Tuesday, January 12, 2010

Talking About Detective Fiction by P.D. James

2. Talking About Detective Fiction
by P.D. James
nonfiction, 2009
finished, 1/4/10

In her introduction to the book, P.D. James says:
I hope that the many references to my own methods of working won't be seen as hubris; they are an attempt to answer some of the questions most frequently asked by my readers...
These 'references' were, for me, the most wonderful part of this book. I just loved reading:

I have used setting in this way to enhance danger and terror by contrast in a number of my novels. In A Taste for Death the two bodies, each with its head almost severed, are discovered in a church vestry by a gentle spinster and the young truant she has befriended. The contrast between the sanctity of the setting and the brutality of the murders intensifies the horror and can produce in the reader a disorientating unease, a sense that the ordained order has been overturned and we no longer stand on firm ground.

There are details of A Taste for Death, read so long ago, that suddenly pop up in my thoughts. This shows me the power of her writing; her absolute mastery at creating a scene, a sensation that remains ever memorable.

James doesn't try to cover all detective fiction. A few of the chapter titles are:

The Tenant of 221B Baker Street and the Parish Priest from Cobhole in Essex

The Golden Age

Soft-Centered and Hard-Boiled

Four Formidable Women

This little gem of a book is perfect. It is personal and conversational as if the reader is sitting in a lovely little bookstore with the author.

Tom gave me Talking About Detective Fiction for Christmas after hearing this report on National Public Radio. It is wonderful to hear her voice, and the piece will give you a good flavor of what the book is all about. I just loved it.


  1. I've just read it and I loved it, too, Nan!
    To think Baroness James will be 90 this year - she puts people half her age in the shade - she has such a quick, keen intelligence, and she can be very funny (I once went to a talk she gave). More power to her!

  2. I loved this book! James reminded me of many authors who I need to reread. She really interested me in getting back into the classic age of detective fiction. I swooned when she quoted Robert Browning. What a wonderful book it is!

  3. Thanks so much for stopping in and leaving a note, Cornflower and slr - glad you loved the book too. She is a wonder to me. Her writing was so clear, so precise, and so interesting.

  4. This is one author that I can't wait to get to. This one sounds great!

  5. Excellent post...this is an author that is on my list to read for the first time this year!

  6. Diane and Staci, you have great reading pleasures ahead!

  7. I enjoyed the post and the radio interview. I've read a few of her books but it's been many years ago. I need to get back to her and this was a great reminder.

  8. I scratched this onto my book list (or library list) after hearing James on my morning NPR program. It was wonderful basking in her voice.

    Thanks for reminding me that I haven't read this YET.

    Happy reading,

    Sharon Lovejoy Writes from Sunflower House and a Little Green Island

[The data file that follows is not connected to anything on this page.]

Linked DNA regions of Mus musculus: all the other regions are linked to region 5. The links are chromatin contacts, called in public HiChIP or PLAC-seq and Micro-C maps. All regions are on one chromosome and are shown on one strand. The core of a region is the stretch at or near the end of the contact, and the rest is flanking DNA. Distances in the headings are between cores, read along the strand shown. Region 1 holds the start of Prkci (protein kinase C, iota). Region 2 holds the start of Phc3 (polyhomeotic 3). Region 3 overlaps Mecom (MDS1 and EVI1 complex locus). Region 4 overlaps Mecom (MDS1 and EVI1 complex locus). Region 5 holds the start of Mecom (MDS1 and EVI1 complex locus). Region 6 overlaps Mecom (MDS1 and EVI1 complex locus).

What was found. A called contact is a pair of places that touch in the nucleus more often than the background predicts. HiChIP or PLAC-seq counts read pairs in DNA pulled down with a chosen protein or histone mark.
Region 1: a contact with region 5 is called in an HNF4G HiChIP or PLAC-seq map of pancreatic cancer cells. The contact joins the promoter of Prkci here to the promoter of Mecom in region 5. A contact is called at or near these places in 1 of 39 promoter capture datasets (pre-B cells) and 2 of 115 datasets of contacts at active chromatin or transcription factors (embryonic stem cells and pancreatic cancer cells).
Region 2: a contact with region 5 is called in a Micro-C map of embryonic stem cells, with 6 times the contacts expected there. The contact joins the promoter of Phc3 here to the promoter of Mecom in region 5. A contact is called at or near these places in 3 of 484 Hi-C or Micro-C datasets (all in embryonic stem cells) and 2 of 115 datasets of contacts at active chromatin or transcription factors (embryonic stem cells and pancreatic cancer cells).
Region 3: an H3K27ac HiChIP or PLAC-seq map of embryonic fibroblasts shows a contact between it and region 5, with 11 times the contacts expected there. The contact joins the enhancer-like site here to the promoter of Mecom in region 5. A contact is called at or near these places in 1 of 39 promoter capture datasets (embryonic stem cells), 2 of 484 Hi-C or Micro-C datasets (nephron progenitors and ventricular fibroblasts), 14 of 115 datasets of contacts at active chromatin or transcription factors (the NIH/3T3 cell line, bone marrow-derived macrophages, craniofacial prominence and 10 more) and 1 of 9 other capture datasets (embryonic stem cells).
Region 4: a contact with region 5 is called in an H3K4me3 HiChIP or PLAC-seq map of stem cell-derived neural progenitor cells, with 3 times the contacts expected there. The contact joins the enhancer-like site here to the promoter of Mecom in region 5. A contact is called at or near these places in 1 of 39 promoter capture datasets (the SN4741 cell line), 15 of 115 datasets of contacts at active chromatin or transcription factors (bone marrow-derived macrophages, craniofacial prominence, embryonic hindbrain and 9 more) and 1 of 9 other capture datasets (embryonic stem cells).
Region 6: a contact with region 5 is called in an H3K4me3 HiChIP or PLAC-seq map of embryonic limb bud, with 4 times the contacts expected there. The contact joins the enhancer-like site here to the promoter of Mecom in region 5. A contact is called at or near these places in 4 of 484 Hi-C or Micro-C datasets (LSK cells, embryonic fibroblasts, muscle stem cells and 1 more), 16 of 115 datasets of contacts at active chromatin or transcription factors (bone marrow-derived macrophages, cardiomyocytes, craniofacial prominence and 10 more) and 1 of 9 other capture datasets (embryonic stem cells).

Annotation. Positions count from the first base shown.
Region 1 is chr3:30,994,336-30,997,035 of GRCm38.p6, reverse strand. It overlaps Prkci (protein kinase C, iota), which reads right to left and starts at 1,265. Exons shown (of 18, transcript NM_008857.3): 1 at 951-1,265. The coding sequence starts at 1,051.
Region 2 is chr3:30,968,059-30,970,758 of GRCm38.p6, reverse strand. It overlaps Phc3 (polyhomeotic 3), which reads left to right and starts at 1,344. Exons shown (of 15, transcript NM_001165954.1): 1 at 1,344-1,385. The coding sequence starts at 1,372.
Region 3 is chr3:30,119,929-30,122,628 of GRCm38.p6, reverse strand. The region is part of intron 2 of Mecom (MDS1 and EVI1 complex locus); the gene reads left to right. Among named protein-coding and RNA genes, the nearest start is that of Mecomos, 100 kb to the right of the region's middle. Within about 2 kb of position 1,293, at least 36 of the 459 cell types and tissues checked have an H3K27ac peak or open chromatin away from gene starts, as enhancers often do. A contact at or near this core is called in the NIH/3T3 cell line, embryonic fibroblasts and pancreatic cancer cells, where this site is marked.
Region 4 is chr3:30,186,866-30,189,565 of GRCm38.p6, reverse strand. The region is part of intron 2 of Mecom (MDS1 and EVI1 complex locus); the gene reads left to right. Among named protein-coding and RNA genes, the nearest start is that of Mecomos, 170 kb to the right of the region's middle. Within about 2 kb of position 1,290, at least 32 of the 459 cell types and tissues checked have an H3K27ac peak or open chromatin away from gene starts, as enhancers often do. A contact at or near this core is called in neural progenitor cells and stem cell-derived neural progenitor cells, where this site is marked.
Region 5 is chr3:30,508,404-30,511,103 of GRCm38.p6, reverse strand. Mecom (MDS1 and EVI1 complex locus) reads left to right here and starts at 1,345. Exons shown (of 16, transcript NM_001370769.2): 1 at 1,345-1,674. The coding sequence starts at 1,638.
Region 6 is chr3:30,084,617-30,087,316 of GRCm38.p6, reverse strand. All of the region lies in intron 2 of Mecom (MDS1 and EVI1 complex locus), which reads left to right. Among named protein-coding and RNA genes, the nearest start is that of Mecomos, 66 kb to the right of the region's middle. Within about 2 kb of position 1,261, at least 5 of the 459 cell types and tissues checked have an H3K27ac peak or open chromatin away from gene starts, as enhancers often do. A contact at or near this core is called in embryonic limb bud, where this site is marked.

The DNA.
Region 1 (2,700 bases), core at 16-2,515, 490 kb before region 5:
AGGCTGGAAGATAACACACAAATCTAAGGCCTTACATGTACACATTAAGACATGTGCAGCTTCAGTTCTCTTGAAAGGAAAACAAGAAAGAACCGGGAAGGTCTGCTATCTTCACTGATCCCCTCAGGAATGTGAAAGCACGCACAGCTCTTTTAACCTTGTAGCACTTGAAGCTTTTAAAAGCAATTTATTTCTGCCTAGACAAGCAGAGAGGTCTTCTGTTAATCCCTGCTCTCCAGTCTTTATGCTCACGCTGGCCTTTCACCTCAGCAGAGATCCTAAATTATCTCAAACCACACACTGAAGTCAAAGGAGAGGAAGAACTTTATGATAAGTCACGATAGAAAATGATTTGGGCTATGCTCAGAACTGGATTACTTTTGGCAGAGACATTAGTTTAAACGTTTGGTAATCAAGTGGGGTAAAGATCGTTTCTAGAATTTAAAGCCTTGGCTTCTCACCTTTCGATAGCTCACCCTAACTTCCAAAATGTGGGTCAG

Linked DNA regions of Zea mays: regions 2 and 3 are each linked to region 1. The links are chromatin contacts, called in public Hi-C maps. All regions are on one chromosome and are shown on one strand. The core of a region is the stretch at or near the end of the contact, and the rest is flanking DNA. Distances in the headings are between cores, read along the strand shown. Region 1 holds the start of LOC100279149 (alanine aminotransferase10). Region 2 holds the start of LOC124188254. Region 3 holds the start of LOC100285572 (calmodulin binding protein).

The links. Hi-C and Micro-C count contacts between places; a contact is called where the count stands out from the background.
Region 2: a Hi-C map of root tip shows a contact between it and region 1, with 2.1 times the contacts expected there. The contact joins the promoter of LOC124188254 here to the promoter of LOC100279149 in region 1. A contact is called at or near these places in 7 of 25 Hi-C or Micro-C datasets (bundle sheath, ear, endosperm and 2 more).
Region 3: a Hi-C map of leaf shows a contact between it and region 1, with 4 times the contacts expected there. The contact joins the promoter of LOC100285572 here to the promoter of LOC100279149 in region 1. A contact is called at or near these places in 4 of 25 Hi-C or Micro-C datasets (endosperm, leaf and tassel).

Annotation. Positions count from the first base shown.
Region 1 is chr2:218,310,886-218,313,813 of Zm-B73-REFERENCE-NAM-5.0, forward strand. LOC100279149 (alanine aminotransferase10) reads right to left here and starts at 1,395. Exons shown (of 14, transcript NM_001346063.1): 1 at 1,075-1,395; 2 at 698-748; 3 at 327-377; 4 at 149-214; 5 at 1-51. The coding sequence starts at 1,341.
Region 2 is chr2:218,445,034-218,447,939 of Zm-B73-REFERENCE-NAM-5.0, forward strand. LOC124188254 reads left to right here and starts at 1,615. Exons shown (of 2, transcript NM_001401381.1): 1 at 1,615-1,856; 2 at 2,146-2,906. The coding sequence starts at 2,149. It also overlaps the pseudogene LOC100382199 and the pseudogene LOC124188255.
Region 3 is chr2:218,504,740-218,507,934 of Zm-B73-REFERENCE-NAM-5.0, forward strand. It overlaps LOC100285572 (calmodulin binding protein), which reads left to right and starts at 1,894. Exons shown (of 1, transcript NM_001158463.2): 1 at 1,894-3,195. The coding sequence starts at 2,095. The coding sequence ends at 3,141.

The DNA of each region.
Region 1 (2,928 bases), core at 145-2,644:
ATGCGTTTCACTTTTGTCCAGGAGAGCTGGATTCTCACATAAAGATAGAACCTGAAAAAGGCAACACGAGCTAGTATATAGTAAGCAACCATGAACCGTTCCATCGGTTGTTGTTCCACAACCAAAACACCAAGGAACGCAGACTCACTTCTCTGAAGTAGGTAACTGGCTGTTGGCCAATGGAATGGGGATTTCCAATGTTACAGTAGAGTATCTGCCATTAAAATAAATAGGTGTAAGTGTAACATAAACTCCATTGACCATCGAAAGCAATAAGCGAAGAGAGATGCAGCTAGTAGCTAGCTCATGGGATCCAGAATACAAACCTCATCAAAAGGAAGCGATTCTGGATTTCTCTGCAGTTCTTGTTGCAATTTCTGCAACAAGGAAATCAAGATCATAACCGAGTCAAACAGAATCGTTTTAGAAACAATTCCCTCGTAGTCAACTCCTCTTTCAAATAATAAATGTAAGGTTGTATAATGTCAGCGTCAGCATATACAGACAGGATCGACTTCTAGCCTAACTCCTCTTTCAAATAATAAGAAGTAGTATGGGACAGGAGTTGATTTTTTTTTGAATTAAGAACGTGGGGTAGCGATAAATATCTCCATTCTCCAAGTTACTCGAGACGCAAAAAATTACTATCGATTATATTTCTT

9. Margot and Sharon, it is a book worth buying (rather than borrowing) if you are a mystery reader. It would be fun to, for example , read something by Dorothy L. Sayers, and then go see what P.D. James had to say about her work. I'm sure I'll use it often. A wonderful book.

  10. I keep coming across this book as I browse..I think I'll have to chase it down now.
    and thanks too for the interview lovely!!!

    I have an older book called the
    The Puritan Pleasures of the Detective Story: A Personal Monograph
    by Erik Routley
    (isbn 9780575013841)

    That's a great source for new (to me!.. it was published in 1972!) crime/mystery reads

  11. I picture Erik Routley reading detective novels between writing sermons or other church work ...more about him here
    and here
    His book is a very readable appreciation of the art!(sorry for sidetracking!)

  12. gosh Nan... it'll look like I'm spamming you but there is a summery of the contents of his book here
    now it's 7.01 am so I better wake the girls and make pancakes :)

  13. I have never read P D James but you have inspired me.

  14. Val, thanks so much for the info. I'll check it out. I love sources.

    Cait, she's very, very good.

  15. Nan, I love your blog. Every time I visit I end up adding books and books to my list of what I plan to read. Thank you for being such a wonderful "what to read next" resource and delightful writer in your own right.

    Your header is lovely, too. Can't wait to see the one for February.

  16. Oh my gosh, Clair, thank you so very much! I wish there were more of those WPA posters for the months but this is the only one I've come across.

  17. I've found two for september, one for October and one for March (I think) try here nan
    well that delayed the washing up for a while lol

  18. It's a very readable book. And as Val says, Erik Routley's very different survey is also well worth a look. My favourite book about crime fiction is Bloody Murder by Julian Symons - quite brilliant.

  19. Val, thanks so much! As I wrote, I hadn't 'come upon' any others, but duh, I should have just gone to this page and looked around. :<) Thank you again. You may end up seeing other posters up on the ol' blog.

    Martin, thanks for the Symons book suggestion.


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